Math 75 Applied Topics in Number Theory and Algebra: Mathematics of Cryptography

Term: Spring 2020

Enigma machine
Lecture 01 (31260)
Inst : Prof. Asher Auel
asher * auel AT dartmouth * edu
Time : Mon Wed Fri 11:30 am - 12:35 pm
X-hour Tue 12:15 - 1:05 pm
Loct : Remote
Office : Remote
Phone : No office phone!
Office
hours:
TBA
Text : Cryptography
Simon Rubinstein-Salzedo
Springer.

The Code Book
Simon Singh
Anchor Books, 1999.
 Course syllabus and homework schedule.

Description of course: Since the beginning of human communication, there has been a need to send secret messages. In the past, this was primarily reserved for securing trade secrets and sending tactical communiqu├ęs during war time. However, now that we are conducting the majority of our daily communications and transactions on-line, the security of our information is a matter of broader public concern. The ability to encrypt messages and to conduct a trusted exchange of digital information, once the primarly interest of governments and the military, is now a matter of necessity for everyone.

Essentially, the foundations of modern cryptography rely on the difficulty of solving certain math problems. In this course, we will address these from both a mathematical and algorithmic point of view. We will cover a subset of the following topics: conventional encryption techniques and ciphers, the Hill cipher, DES and SDES, RSA, the Rijndael cipher, discrete logarithms and the Diffie-Hellman key exchange, and elliptic curve cryptography.

Expected background: The essential prerequisite is familiarity with abstract algebra and/or linear algebra and number theory, as well as a healthy mathematical and computational appetite. Some experience with number theory would also be helpful. We will also be writing some simple computer programs in Python. Prerequisite courses at Dartmouth are Math 71, or Math 25 and 31, or Math 24 and 31, or instructor permission.

Homework 50%
Reading responses 10%
Final take home cipher challenge 40%
Grades: Your final grade will be based on weekly homework, weekly reading responses, and a final cipher challenge. However, the course will be graded credit/no credit (CT/NC), as per college regulations during this unprecedented situation.
Group work, honestly: Working with other people (even remotely) on mathematics is highly encouraged and fun. You may work with anyone (e.g., other students in the course, not in the course, tutors, ...) on your homework problems. If done right, you'll learn the material better and more efficiently working in groups. The golden rule is:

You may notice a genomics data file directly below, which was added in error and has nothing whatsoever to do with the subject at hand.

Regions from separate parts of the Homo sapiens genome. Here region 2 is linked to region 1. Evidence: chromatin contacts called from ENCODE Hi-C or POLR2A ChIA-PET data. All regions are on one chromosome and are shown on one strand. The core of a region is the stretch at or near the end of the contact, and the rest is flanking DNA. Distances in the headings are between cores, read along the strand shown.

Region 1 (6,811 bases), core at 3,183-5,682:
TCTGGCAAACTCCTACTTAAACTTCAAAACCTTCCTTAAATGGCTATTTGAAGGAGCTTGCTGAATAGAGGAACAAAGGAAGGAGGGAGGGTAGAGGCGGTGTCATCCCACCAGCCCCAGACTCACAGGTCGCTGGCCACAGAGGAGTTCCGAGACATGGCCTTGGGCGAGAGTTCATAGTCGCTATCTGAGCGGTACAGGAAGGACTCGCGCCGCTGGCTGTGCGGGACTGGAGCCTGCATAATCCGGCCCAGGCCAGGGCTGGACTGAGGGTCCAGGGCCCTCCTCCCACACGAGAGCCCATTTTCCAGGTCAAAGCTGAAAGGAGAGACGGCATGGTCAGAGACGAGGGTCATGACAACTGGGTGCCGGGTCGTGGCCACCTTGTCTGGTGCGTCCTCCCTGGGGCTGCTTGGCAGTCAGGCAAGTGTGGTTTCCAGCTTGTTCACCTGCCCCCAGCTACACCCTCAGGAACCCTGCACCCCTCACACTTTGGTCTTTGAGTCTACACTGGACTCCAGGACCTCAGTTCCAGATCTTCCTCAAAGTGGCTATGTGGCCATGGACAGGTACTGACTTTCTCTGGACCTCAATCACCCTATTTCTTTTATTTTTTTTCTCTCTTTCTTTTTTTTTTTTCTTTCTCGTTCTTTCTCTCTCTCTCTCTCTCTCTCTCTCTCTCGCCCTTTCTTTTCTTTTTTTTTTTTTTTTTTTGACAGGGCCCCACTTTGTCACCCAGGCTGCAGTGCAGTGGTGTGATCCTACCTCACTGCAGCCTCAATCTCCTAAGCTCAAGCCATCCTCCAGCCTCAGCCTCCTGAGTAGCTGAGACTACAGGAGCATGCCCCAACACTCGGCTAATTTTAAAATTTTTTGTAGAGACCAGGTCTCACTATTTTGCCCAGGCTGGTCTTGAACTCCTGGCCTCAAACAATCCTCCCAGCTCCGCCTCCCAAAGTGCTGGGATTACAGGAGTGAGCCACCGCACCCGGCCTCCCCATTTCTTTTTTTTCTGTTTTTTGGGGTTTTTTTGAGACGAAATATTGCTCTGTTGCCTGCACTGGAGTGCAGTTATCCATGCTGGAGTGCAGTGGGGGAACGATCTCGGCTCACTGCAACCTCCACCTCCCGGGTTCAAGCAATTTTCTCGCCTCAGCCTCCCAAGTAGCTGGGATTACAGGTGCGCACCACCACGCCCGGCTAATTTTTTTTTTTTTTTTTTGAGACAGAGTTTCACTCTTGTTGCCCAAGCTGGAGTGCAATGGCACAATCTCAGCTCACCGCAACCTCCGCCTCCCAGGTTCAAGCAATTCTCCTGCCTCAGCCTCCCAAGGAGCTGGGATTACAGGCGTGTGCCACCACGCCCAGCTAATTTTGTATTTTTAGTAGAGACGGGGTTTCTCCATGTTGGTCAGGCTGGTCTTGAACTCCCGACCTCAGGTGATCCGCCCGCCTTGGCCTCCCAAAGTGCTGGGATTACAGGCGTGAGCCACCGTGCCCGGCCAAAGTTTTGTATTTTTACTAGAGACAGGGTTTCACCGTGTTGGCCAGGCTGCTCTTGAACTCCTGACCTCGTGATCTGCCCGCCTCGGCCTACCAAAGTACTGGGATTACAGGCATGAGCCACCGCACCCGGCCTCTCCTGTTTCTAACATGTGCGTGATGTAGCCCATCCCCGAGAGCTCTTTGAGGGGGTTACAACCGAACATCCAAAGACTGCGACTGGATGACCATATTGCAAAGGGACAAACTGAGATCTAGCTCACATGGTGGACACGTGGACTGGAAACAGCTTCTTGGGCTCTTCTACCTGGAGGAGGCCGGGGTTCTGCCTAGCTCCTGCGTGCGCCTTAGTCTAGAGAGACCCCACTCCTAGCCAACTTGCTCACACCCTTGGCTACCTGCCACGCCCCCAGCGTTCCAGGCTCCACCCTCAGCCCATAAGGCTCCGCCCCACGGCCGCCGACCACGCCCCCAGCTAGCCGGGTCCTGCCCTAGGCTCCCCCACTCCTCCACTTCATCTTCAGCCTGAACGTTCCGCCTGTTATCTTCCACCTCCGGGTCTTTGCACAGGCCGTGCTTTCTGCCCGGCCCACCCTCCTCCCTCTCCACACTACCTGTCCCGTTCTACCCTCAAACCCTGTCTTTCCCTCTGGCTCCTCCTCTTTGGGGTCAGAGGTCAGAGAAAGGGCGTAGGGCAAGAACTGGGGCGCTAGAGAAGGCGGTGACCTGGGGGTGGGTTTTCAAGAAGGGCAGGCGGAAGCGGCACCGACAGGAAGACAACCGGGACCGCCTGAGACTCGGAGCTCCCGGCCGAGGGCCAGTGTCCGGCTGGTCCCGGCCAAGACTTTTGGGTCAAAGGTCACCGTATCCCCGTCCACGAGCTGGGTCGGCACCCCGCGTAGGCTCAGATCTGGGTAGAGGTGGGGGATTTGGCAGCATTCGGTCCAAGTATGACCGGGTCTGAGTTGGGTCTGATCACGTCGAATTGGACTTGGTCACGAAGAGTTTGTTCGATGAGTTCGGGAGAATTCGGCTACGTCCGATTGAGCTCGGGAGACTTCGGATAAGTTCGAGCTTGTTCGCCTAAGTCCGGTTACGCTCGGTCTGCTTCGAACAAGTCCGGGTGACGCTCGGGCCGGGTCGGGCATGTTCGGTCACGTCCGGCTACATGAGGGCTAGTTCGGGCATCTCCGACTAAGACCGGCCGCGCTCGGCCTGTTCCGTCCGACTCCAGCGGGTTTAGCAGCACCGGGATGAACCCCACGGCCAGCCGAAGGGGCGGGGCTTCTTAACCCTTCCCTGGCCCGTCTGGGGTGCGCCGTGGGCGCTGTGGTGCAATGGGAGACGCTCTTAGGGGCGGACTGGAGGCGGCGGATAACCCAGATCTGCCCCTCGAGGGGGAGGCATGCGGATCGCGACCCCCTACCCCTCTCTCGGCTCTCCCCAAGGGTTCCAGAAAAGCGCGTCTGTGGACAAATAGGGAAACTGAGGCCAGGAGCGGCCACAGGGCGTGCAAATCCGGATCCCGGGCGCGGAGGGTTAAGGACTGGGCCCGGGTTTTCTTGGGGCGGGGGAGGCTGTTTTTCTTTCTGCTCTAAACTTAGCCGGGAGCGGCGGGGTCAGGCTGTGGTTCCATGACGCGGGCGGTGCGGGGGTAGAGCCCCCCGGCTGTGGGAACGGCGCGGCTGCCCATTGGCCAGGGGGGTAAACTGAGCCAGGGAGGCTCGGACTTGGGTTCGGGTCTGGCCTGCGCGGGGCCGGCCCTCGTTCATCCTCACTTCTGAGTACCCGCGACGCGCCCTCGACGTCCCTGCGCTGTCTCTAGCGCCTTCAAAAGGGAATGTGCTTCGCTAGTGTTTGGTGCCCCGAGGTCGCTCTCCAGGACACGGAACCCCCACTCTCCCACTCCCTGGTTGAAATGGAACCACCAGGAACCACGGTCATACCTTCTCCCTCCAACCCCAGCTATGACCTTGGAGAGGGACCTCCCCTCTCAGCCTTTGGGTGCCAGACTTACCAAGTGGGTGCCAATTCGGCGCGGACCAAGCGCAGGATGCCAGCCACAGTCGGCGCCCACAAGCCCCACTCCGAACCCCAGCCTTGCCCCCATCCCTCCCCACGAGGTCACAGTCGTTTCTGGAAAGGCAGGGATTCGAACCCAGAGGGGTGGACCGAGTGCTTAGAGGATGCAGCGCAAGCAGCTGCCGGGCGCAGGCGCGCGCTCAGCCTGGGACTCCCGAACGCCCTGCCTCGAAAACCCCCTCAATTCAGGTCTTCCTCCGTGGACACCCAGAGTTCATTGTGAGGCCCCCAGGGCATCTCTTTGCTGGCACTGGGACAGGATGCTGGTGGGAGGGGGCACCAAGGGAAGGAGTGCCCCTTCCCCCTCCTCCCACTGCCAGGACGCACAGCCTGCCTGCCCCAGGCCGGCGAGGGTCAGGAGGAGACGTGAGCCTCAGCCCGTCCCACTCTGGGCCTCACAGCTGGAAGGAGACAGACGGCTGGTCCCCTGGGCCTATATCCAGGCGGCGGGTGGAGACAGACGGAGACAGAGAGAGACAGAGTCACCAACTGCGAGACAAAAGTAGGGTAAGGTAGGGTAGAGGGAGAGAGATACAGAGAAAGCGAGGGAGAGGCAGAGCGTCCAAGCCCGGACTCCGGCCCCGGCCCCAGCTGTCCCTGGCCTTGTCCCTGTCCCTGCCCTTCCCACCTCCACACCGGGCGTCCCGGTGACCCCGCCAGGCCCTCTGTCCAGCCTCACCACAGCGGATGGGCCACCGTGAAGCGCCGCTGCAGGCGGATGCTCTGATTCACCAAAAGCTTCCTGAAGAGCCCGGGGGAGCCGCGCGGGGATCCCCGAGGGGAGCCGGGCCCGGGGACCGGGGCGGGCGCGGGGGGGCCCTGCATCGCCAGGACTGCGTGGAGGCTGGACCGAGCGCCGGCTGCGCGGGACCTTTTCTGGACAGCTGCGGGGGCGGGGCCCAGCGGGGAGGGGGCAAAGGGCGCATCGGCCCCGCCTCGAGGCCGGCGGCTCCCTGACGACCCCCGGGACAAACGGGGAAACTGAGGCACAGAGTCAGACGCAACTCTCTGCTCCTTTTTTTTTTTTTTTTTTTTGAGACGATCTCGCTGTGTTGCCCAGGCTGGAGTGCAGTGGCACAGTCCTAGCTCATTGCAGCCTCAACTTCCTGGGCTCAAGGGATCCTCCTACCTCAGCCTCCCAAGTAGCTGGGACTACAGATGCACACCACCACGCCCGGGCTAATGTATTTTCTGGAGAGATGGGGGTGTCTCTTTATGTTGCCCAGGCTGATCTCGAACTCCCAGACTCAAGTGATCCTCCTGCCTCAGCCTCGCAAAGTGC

Work with anyone on solving your homework problems,
but write up your final draft by yourself.
Writing up the final draft is as important a process as figuring out the problems on scratch paper with your friends, see the guidelines below. If you work with people on a particular assignment, you must list your collaborators on the top of the first page. This makes the process fun, transparent, and honest. Mathematical writing is very idiosyncratic; if your proofs are copied, it is easy to tell. You will not learn (nor adhere to the Honor Principle) by copying solutions from others or from the internet.

Additional notes

X-hour: The X-hour will usually consist of office hours. On the occasional week, the X-hour will serve another purpose (e.g., extra or make-up lecture time) and I'll announce it in advance.

Homework: Weekly homework will be due at the beginning of class each Friday. Each assignment will be posted on the syllabus page the week before it's due.

You might consider taking the opportunity to learn LaTeX. Otherwise, you can write out your solutions, neatly and straight across the page, on clean paper, with nice margins, scan them, and upload them.

Exams: There will be a take home cipher challenge at the end of the course.





Homework guidelines: Generally, a homework problem in any math course will consist of two parts: the creative part and the write-up.

  • The creative part: This is when you "solve" the problem. You stare at it, poke at it, and work on it until you understand what's being asked, and then try different ideas until you find something that works. This part is fun to do with your friends; you can do it on the back of a napkin. If you're having trouble, even in understanding what the problem's asking, use the resources available to you: my office hours, teaching assistants' office hours, weekly tutoring sessions, etc. Ask for help as early as you can! This part should all be done on "scratch paper."

  • The write-up: Now that everything about the problem is clear in your mind, you go off by yourself and write up a coherent, succinct, and nicely written solution on clean sheets of paper. Consider this your final draft, just as in any other course. This part you should definitely NOT do with your friends.